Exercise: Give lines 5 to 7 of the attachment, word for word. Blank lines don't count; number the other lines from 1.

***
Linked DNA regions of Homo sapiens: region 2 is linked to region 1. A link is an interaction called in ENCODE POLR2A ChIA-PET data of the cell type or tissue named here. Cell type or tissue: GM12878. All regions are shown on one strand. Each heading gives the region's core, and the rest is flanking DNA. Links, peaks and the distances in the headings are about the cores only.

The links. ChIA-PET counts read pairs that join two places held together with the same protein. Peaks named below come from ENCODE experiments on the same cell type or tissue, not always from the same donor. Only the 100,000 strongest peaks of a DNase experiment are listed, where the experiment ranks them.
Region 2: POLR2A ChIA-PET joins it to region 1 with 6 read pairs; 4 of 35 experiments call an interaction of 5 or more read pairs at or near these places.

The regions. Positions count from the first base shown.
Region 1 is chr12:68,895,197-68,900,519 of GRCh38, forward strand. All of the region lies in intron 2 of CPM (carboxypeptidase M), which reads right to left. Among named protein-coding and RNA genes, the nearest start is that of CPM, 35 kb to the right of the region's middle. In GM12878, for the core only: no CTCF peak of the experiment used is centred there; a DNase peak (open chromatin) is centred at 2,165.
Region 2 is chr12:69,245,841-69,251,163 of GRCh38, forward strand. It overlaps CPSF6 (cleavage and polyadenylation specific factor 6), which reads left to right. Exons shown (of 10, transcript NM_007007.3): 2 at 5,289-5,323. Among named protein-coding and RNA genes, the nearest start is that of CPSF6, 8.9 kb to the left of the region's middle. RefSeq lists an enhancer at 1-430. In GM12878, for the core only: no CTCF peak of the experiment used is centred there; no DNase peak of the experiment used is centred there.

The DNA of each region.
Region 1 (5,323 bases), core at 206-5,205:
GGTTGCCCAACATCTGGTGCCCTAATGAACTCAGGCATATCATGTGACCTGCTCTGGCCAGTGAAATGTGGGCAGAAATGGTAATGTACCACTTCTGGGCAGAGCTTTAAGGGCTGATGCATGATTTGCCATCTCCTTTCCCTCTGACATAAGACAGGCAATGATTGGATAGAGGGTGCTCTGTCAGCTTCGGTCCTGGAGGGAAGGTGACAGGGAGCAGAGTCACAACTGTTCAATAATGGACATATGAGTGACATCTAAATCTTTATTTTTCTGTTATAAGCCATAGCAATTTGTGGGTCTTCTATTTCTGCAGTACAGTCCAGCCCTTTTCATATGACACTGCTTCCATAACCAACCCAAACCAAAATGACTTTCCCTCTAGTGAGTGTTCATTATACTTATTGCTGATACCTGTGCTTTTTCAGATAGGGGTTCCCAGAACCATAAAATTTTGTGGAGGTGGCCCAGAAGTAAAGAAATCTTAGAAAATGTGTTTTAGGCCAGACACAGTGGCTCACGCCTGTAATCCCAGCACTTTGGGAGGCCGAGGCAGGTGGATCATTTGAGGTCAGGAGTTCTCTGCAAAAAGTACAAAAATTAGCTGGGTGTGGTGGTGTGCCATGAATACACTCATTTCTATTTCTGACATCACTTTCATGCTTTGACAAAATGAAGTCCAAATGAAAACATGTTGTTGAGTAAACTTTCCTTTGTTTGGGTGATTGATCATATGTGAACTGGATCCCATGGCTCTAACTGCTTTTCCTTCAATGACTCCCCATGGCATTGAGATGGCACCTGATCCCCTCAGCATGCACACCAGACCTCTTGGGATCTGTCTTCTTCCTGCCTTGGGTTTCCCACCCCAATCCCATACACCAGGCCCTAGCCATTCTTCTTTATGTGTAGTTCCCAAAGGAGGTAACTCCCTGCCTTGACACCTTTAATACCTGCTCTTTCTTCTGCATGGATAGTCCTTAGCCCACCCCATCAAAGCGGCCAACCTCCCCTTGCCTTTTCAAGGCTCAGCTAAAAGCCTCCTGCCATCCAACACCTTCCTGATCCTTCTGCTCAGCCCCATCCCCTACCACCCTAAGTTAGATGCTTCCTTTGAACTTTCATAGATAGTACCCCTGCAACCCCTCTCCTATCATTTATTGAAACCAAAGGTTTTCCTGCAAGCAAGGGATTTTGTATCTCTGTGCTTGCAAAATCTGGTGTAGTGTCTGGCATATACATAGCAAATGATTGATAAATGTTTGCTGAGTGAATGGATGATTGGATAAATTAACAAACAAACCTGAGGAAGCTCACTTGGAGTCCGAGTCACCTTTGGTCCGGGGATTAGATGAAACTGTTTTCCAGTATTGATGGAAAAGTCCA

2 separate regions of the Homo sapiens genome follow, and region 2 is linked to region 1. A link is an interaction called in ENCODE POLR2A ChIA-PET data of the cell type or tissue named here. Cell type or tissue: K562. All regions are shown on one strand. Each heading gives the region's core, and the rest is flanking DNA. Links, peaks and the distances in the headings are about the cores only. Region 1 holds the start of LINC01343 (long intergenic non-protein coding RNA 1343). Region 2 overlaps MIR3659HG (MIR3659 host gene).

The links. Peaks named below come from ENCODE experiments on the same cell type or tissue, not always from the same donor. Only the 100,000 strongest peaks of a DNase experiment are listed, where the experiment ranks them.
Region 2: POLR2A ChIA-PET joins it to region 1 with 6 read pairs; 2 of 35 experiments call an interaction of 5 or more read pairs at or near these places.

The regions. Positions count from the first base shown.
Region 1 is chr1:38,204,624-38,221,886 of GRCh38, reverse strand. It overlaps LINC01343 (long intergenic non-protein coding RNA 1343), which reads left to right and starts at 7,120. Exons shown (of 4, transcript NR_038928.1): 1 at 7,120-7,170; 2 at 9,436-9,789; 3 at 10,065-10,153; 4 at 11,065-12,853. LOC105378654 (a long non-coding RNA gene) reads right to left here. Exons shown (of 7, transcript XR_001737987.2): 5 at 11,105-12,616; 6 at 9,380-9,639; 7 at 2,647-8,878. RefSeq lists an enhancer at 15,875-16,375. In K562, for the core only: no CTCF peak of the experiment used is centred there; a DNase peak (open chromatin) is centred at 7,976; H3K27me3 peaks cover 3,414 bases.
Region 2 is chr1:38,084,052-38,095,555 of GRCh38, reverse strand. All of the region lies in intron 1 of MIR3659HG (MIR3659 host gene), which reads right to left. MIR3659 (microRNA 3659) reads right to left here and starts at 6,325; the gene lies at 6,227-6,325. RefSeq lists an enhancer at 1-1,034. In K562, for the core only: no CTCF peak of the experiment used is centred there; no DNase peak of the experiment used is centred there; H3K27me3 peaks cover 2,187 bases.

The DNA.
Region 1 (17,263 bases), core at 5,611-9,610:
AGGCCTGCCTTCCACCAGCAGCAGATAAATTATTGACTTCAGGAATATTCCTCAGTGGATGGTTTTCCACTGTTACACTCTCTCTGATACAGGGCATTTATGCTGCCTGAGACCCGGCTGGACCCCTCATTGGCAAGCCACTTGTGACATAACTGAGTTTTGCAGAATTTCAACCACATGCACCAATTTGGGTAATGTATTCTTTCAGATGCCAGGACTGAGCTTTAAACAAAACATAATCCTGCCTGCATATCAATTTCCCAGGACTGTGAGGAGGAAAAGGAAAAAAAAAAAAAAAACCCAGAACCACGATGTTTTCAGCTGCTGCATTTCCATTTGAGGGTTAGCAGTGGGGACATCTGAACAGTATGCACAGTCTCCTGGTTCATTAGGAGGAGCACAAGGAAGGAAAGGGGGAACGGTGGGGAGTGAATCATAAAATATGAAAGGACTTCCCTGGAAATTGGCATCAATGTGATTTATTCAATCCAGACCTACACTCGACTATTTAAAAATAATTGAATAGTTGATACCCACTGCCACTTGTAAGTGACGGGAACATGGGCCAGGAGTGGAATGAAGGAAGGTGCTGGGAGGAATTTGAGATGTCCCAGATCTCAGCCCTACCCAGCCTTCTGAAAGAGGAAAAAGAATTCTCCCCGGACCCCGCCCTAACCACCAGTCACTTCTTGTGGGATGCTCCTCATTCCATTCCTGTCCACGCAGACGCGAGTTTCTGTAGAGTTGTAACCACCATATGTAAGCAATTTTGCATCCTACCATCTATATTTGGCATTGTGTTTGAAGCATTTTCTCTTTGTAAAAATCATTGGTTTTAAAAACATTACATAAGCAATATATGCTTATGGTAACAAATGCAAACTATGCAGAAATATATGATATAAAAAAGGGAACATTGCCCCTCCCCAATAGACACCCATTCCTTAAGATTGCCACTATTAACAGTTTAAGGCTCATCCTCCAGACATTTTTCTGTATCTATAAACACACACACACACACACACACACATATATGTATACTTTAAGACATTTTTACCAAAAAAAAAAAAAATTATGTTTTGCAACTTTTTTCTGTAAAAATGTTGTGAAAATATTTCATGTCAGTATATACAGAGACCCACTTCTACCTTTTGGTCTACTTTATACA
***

Region 1 is chr12:68,895,197-68,900,519 of GRCh38, forward strand. All of the region lies in intron 2 of CPM (carboxypeptidase M), which reads right to left. Among named protein-coding and RNA genes, the nearest start is that of CPM, 35 kb to the right of the region's middle. In GM12878, for the core only: no CTCF peak of the experiment used is centred there; a DNase peak (open chromatin) is centred at 2,165.
Region 2 is chr12:69,245,841-69,251,163 of GRCh38, forward strand. It overlaps CPSF6 (cleavage and polyadenylation specific factor 6), which reads left to right. Exons shown (of 10, transcript NM_007007.3): 2 at 5,289-5,323. Among named protein-coding and RNA genes, the nearest start is that of CPSF6, 8.9 kb to the left of the region's middle. RefSeq lists an enhancer at 1-430. In GM12878, for the core only: no CTCF peak of the experiment used is centred there; no DNase peak of the experiment used is centred there.

The DNA of each region.